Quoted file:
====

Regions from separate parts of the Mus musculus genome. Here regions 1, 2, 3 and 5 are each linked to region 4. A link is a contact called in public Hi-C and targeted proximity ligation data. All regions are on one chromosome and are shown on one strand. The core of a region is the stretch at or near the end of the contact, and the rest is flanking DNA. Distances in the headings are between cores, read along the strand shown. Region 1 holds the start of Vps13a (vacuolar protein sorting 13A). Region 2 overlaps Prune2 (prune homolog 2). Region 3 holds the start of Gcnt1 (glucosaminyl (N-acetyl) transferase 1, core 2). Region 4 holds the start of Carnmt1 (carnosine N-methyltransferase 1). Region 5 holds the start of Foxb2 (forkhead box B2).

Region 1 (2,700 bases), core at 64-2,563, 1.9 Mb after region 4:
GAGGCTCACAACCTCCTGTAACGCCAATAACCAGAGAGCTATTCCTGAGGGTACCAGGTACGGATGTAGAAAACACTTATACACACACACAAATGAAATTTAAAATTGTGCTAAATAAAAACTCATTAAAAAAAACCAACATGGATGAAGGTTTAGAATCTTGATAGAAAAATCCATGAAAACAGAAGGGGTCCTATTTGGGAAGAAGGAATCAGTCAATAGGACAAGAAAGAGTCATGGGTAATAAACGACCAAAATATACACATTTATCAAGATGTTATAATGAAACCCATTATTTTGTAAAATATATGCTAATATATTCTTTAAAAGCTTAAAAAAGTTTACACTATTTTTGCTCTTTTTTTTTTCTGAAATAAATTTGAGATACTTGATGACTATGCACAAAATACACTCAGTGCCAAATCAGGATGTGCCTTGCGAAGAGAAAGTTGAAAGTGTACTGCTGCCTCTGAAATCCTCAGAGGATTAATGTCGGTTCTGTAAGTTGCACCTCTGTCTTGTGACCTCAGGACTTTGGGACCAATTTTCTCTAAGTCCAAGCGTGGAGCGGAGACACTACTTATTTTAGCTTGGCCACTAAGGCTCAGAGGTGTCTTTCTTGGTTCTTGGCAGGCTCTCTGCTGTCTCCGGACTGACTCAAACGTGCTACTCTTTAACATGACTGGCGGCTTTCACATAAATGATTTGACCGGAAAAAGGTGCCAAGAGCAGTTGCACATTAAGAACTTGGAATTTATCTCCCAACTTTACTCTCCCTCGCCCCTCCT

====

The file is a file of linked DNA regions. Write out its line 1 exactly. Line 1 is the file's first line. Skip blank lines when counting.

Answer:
Regions from separate parts of the Mus musculus genome. Here regions 1, 2, 3 and 5 are each linked to region 4. A link is a contact called in public Hi-C and targeted proximity ligation data. All regions are on one chromosome and are shown on one strand. The core of a region is the stretch at or near the end of the contact, and the rest is flanking DNA. Distances in the headings are between cores, read along the strand shown. Region 1 holds the start of Vps13a (vacuolar protein sorting 13A). Region 2 overlaps Prune2 (prune homolog 2). Region 3 holds the start of Gcnt1 (glucosaminyl (N-acetyl) transferase 1, core 2). Region 4 holds the start of Carnmt1 (carnosine N-methyltransferase 1). Region 5 holds the start of Foxb2 (forkhead box B2).